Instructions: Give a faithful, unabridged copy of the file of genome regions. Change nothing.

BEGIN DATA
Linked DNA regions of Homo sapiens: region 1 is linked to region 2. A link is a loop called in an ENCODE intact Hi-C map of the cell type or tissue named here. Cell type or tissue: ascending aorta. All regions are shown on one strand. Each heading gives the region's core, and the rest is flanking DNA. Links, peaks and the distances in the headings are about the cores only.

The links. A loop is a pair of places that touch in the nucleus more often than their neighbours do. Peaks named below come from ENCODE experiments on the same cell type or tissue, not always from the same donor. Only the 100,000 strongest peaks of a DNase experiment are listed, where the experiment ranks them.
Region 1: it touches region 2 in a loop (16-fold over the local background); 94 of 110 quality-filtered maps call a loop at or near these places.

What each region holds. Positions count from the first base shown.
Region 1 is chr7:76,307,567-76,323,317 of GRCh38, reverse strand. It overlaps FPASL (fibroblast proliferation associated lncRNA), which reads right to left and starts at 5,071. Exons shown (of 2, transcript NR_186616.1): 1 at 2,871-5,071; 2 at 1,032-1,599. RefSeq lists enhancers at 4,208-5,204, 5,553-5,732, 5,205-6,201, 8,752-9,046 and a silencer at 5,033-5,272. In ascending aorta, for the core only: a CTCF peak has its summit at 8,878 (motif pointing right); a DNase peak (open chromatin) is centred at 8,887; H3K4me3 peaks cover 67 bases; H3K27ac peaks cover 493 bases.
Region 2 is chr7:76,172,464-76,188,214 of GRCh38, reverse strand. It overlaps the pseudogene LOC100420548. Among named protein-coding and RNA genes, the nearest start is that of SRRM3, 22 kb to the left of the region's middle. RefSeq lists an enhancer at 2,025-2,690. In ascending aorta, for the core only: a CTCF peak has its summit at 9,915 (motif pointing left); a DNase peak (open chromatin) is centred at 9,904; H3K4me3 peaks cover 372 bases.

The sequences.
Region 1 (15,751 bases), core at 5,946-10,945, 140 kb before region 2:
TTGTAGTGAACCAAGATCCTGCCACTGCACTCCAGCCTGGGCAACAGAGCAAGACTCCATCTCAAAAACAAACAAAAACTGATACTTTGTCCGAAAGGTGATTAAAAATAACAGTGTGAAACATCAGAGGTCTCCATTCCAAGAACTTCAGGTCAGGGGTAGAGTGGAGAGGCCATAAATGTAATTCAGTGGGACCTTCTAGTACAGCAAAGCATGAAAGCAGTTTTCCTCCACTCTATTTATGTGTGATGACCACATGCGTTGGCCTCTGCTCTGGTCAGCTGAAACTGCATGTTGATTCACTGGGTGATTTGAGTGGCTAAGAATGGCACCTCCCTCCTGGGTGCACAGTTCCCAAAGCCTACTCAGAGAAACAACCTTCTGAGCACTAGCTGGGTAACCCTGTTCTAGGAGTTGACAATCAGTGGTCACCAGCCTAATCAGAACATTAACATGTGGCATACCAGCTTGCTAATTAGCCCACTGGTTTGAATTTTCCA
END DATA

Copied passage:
Linked DNA regions of Homo sapiens: region 1 is linked to region 2. A link is a loop called in an ENCODE intact Hi-C map of the cell type or tissue named here. Cell type or tissue: ascending aorta. All regions are shown on one strand. Each heading gives the region's core, and the rest is flanking DNA. Links, peaks and the distances in the headings are about the cores only.

The links. A loop is a pair of places that touch in the nucleus more often than their neighbours do. Peaks named below come from ENCODE experiments on the same cell type or tissue, not always from the same donor. Only the 100,000 strongest peaks of a DNase experiment are listed, where the experiment ranks them.
Region 1: it touches region 2 in a loop (16-fold over the local background); 94 of 110 quality-filtered maps call a loop at or near these places.

What each region holds. Positions count from the first base shown.
Region 1 is chr7:76,307,567-76,323,317 of GRCh38, reverse strand. It overlaps FPASL (fibroblast proliferation associated lncRNA), which reads right to left and starts at 5,071. Exons shown (of 2, transcript NR_186616.1): 1 at 2,871-5,071; 2 at 1,032-1,599. RefSeq lists enhancers at 4,208-5,204, 5,553-5,732, 5,205-6,201, 8,752-9,046 and a silencer at 5,033-5,272. In ascending aorta, for the core only: a CTCF peak has its summit at 8,878 (motif pointing right); a DNase peak (open chromatin) is centred at 8,887; H3K4me3 peaks cover 67 bases; H3K27ac peaks cover 493 bases.
Region 2 is chr7:76,172,464-76,188,214 of GRCh38, reverse strand. It overlaps the pseudogene LOC100420548. Among named protein-coding and RNA genes, the nearest start is that of SRRM3, 22 kb to the left of the region's middle. RefSeq lists an enhancer at 2,025-2,690. In ascending aorta, for the core only: a CTCF peak has its summit at 9,915 (motif pointing left); a DNase peak (open chromatin) is centred at 9,904; H3K4me3 peaks cover 372 bases.

The sequences.
Region 1 (15,751 bases), core at 5,946-10,945, 140 kb before region 2:
TTGTAGTGAACCAAGATCCTGCCACTGCACTCCAGCCTGGGCAACAGAGCAAGACTCCATCTCAAAAACAAACAAAAACTGATACTTTGTCCGAAAGGTGATTAAAAATAACAGTGTGAAACATCAGAGGTCTCCATTCCAAGAACTTCAGGTCAGGGGTAGAGTGGAGAGGCCATAAATGTAATTCAGTGGGACCTTCTAGTACAGCAAAGCATGAAAGCAGTTTTCCTCCACTCTATTTATGTGTGATGACCACATGCGTTGGCCTCTGCTCTGGTCAGCTGAAACTGCATGTTGATTCACTGGGTGATTTGAGTGGCTAAGAATGGCACCTCCCTCCTGGGTGCACAGTTCCCAAAGCCTACTCAGAGAAACAACCTTCTGAGCACTAGCTGGGTAACCCTGTTCTAGGAGTTGACAATCAGTGGTCACCAGCCTAATCAGAACATTAACATGTGGCATACCAGCTTGCTAATTAGCCCACTGGTTTGAATTTTCCA